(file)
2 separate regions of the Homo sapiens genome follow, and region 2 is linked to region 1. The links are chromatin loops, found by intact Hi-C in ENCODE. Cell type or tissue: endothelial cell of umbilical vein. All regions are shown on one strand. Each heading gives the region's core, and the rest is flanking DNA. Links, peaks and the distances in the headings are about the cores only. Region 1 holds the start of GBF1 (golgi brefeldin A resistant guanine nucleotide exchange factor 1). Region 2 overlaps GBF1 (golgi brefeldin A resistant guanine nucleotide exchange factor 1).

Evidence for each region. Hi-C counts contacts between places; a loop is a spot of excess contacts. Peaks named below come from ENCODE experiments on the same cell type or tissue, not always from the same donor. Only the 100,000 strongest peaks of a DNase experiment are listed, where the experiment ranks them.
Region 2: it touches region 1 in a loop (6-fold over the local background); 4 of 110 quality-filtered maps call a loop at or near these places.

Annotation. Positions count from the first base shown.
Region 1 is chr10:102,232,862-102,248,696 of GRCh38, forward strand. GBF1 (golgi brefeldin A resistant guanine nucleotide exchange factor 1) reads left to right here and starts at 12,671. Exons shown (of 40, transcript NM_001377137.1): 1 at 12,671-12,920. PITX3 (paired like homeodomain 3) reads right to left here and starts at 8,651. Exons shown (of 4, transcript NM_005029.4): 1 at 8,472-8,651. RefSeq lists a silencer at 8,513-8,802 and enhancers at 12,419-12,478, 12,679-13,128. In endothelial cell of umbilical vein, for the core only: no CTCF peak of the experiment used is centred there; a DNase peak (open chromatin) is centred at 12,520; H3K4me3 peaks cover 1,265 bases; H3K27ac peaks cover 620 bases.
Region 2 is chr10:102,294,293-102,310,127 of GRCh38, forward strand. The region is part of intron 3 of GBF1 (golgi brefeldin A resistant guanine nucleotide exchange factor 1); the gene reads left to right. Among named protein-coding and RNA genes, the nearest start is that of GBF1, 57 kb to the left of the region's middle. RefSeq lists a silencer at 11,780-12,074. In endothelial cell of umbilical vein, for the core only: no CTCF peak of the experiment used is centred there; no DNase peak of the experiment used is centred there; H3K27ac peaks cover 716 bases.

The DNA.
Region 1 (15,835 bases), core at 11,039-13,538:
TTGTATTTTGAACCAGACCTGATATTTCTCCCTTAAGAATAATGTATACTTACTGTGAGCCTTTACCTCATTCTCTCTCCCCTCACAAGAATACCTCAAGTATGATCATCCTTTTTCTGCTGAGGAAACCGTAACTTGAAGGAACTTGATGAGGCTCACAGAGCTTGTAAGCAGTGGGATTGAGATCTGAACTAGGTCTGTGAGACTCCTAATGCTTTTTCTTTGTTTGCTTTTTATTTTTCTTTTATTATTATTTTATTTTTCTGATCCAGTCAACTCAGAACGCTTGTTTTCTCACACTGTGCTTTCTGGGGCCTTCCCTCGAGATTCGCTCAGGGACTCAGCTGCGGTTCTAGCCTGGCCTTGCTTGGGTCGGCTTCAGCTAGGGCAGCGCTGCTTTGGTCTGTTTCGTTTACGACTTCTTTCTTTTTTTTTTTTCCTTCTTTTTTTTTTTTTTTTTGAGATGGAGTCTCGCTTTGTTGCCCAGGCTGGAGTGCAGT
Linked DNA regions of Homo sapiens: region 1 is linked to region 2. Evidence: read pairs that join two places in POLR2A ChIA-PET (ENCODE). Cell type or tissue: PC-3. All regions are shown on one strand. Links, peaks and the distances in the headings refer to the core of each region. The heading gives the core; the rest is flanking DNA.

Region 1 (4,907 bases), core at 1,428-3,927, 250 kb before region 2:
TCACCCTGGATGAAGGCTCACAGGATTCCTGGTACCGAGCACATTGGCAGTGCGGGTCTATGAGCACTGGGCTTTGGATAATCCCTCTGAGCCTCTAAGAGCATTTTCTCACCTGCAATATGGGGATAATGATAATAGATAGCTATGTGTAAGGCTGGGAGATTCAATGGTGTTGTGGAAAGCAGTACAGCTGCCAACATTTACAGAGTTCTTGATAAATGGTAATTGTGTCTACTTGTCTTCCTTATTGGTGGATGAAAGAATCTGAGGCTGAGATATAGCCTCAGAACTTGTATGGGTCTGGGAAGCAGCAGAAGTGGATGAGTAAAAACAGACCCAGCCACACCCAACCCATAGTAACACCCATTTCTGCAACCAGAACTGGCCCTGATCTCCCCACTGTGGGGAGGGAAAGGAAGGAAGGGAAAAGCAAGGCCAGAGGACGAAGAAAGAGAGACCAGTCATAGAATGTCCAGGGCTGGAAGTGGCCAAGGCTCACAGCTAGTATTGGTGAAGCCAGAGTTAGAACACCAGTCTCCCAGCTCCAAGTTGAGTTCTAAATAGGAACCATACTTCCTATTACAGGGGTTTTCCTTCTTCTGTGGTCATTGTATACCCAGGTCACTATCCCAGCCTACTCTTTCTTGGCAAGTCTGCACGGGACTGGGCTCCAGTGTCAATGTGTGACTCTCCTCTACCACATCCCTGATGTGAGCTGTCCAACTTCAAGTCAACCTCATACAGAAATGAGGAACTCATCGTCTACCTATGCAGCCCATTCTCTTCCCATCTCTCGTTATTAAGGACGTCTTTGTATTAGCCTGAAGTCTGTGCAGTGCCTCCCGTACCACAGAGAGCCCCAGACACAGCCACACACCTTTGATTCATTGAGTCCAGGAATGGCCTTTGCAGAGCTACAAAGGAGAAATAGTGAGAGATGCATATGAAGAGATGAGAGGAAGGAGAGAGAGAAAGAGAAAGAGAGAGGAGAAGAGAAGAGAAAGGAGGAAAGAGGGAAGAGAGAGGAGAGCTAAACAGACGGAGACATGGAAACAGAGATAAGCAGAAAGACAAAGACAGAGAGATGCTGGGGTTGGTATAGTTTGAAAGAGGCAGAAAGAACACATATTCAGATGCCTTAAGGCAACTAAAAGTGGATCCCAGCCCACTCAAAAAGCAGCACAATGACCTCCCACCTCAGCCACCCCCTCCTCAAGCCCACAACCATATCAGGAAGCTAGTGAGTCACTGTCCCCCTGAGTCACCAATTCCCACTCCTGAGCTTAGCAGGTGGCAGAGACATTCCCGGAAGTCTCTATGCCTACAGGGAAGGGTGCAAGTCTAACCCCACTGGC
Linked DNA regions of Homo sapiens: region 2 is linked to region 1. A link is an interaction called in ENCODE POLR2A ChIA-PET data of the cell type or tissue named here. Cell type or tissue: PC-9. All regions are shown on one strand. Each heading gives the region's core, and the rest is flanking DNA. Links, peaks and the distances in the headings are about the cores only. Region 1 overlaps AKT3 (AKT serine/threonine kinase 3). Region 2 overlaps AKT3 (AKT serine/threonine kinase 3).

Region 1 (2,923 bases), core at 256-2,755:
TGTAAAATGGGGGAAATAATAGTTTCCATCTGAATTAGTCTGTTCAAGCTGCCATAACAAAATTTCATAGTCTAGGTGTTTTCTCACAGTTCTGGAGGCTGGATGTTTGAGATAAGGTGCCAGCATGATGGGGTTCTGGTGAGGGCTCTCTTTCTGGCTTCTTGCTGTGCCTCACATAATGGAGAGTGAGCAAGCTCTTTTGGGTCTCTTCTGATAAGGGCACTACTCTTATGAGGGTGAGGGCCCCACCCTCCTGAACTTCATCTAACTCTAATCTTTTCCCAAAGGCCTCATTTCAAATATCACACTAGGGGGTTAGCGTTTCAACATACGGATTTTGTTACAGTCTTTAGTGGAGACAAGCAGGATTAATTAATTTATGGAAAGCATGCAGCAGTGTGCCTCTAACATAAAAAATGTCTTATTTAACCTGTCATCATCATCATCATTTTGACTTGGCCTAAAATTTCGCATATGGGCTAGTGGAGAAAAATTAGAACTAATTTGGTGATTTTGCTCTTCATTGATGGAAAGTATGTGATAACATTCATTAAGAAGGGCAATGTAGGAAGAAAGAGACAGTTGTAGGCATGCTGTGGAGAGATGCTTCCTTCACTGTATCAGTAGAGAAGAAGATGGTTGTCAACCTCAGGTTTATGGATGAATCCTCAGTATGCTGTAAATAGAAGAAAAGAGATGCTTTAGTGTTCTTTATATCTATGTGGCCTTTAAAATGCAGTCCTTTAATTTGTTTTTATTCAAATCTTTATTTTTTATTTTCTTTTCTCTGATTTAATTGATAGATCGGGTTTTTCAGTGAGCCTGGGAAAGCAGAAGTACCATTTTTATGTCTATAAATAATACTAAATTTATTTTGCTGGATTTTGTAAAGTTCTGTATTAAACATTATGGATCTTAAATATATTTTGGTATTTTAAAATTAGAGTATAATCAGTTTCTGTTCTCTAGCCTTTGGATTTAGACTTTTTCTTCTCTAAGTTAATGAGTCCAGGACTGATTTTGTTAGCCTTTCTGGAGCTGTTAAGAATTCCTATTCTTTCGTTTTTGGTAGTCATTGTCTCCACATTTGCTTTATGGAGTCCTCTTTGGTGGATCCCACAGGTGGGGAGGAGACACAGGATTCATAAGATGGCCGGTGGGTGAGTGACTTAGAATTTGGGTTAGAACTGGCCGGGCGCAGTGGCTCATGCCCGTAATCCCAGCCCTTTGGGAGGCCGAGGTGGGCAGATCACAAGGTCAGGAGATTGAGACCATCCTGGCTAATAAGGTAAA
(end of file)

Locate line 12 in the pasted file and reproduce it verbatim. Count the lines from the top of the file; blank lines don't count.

TCACCCTGGATGAAGGCTCACAGGATTCCTGGTACCGAGCACATTGGCAGTGCGGGTCTATGAGCACTGGGCTTTGGATAATCCCTCTGAGCCTCTAAGAGCATTTTCTCACCTGCAATATGGGGATAATGATAATAGATAGCTATGTGTAAGGCTGGGAGATTCAATGGTGTTGTGGAAAGCAGTACAGCTGCCAACATTTACAGAGTTCTTGATAAATGGTAATTGTGTCTACTTGTCTTCCTTATTGGTGGATGAAAGAATCTGAGGCTGAGATATAGCCTCAGAACTTGTATGGGTCTGGGAAGCAGCAGAAGTGGATGAGTAAAAACAGACCCAGCCACACCCAACCCATAGTAACACCCATTTCTGCAACCAGAACTGGCCCTGATCTCCCCACTGTGGGGAGGGAAAGGAAGGAAGGGAAAAGCAAGGCCAGAGGACGAAGAAAGAGAGACCAGTCATAGAATGTCCAGGGCTGGAAGTGGCCAAGGCTCACAGCTAGTATTGGTGAAGCCAGAGTTAGAACACCAGTCTCCCAGCTCCAAGTTGAGTTCTAAATAGGAACCATACTTCCTATTACAGGGGTTTTCCTTCTTCTGTGGTCATTGTATACCCAGGTCACTATCCCAGCCTACTCTTTCTTGGCAAGTCTGCACGGGACTGGGCTCCAGTGTCAATGTGTGACTCTCCTCTACCACATCCCTGATGTGAGCTGTCCAACTTCAAGTCAACCTCATACAGAAATGAGGAACTCATCGTCTACCTATGCAGCCCATTCTCTTCCCATCTCTCGTTATTAAGGACGTCTTTGTATTAGCCTGAAGTCTGTGCAGTGCCTCCCGTACCACAGAGAGCCCCAGACACAGCCACACACCTTTGATTCATTGAGTCCAGGAATGGCCTTTGCAGAGCTACAAAGGAGAAATAGTGAGAGATGCATATGAAGAGATGAGAGGAAGGAGAGAGAGAAAGAGAAAGAGAGAGGAGAAGAGAAGAGAAAGGAGGAAAGAGGGAAGAGAGAGGAGAGCTAAACAGACGGAGACATGGAAACAGAGATAAGCAGAAAGACAAAGACAGAGAGATGCTGGGGTTGGTATAGTTTGAAAGAGGCAGAAAGAACACATATTCAGATGCCTTAAGGCAACTAAAAGTGGATCCCAGCCCACTCAAAAAGCAGCACAATGACCTCCCACCTCAGCCACCCCCTCCTCAAGCCCACAACCATATCAGGAAGCTAGTGAGTCACTGTCCCCCTGAGTCACCAATTCCCACTCCTGAGCTTAGCAGGTGGCAGAGACATTCCCGGAAGTCTCTATGCCTACAGGGAAGGGTGCAAGTCTAACCCCACTGGC